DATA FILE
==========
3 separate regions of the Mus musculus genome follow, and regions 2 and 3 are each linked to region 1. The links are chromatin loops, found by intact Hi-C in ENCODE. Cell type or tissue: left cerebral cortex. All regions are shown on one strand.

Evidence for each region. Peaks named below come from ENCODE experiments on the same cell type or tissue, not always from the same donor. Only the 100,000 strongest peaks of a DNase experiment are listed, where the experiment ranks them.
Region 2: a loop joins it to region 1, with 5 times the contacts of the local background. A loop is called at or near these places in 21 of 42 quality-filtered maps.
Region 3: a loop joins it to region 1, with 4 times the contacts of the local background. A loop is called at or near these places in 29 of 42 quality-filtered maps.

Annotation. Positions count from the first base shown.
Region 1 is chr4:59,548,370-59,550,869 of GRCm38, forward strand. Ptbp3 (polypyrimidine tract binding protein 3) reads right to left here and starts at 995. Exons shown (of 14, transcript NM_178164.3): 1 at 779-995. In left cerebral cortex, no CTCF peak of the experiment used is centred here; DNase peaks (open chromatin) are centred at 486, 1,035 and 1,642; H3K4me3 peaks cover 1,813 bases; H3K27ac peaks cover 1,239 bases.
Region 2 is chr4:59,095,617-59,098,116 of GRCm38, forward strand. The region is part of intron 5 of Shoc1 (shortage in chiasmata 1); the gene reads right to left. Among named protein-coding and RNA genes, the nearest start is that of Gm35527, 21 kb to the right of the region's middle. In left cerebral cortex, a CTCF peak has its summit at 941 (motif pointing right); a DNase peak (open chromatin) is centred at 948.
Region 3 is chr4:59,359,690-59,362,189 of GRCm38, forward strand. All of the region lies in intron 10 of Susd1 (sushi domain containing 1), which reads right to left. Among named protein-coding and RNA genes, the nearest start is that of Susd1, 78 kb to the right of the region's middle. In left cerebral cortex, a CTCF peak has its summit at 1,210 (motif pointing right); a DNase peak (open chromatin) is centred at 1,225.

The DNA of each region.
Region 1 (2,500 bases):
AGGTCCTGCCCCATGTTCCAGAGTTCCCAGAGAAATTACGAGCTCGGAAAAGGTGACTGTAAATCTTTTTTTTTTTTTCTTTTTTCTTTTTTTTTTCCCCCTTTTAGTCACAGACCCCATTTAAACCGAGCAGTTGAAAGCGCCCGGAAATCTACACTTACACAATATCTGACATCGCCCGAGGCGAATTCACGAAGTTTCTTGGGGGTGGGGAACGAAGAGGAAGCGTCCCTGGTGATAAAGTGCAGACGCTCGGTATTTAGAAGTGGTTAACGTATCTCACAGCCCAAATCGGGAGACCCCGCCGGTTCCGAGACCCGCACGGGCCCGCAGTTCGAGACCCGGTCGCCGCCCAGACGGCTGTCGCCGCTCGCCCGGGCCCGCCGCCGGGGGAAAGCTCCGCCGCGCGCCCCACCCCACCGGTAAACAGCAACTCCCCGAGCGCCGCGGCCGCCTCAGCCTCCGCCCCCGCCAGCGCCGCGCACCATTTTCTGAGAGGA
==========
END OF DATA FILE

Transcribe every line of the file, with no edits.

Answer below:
3 separate regions of the Mus musculus genome follow, and regions 2 and 3 are each linked to region 1. The links are chromatin loops, found by intact Hi-C in ENCODE. Cell type or tissue: left cerebral cortex. All regions are shown on one strand.

Evidence for each region. Peaks named below come from ENCODE experiments on the same cell type or tissue, not always from the same donor. Only the 100,000 strongest peaks of a DNase experiment are listed, where the experiment ranks them.
Region 2: a loop joins it to region 1, with 5 times the contacts of the local background. A loop is called at or near these places in 21 of 42 quality-filtered maps.
Region 3: a loop joins it to region 1, with 4 times the contacts of the local background. A loop is called at or near these places in 29 of 42 quality-filtered maps.

Annotation. Positions count from the first base shown.
Region 1 is chr4:59,548,370-59,550,869 of GRCm38, forward strand. Ptbp3 (polypyrimidine tract binding protein 3) reads right to left here and starts at 995. Exons shown (of 14, transcript NM_178164.3): 1 at 779-995. In left cerebral cortex, no CTCF peak of the experiment used is centred here; DNase peaks (open chromatin) are centred at 486, 1,035 and 1,642; H3K4me3 peaks cover 1,813 bases; H3K27ac peaks cover 1,239 bases.
Region 2 is chr4:59,095,617-59,098,116 of GRCm38, forward strand. The region is part of intron 5 of Shoc1 (shortage in chiasmata 1); the gene reads right to left. Among named protein-coding and RNA genes, the nearest start is that of Gm35527, 21 kb to the right of the region's middle. In left cerebral cortex, a CTCF peak has its summit at 941 (motif pointing right); a DNase peak (open chromatin) is centred at 948.
Region 3 is chr4:59,359,690-59,362,189 of GRCm38, forward strand. All of the region lies in intron 10 of Susd1 (sushi domain containing 1), which reads right to left. Among named protein-coding and RNA genes, the nearest start is that of Susd1, 78 kb to the right of the region's middle. In left cerebral cortex, a CTCF peak has its summit at 1,210 (motif pointing right); a DNase peak (open chromatin) is centred at 1,225.

The DNA of each region.
Region 1 (2,500 bases):
AGGTCCTGCCCCATGTTCCAGAGTTCCCAGAGAAATTACGAGCTCGGAAAAGGTGACTGTAAATCTTTTTTTTTTTTTCTTTTTTCTTTTTTTTTTCCCCCTTTTAGTCACAGACCCCATTTAAACCGAGCAGTTGAAAGCGCCCGGAAATCTACACTTACACAATATCTGACATCGCCCGAGGCGAATTCACGAAGTTTCTTGGGGGTGGGGAACGAAGAGGAAGCGTCCCTGGTGATAAAGTGCAGACGCTCGGTATTTAGAAGTGGTTAACGTATCTCACAGCCCAAATCGGGAGACCCCGCCGGTTCCGAGACCCGCACGGGCCCGCAGTTCGAGACCCGGTCGCCGCCCAGACGGCTGTCGCCGCTCGCCCGGGCCCGCCGCCGGGGGAAAGCTCCGCCGCGCGCCCCACCCCACCGGTAAACAGCAACTCCCCGAGCGCCGCGGCCGCCTCAGCCTCCGCCCCCGCCAGCGCCGCGCACCATTTTCTGAGAGGA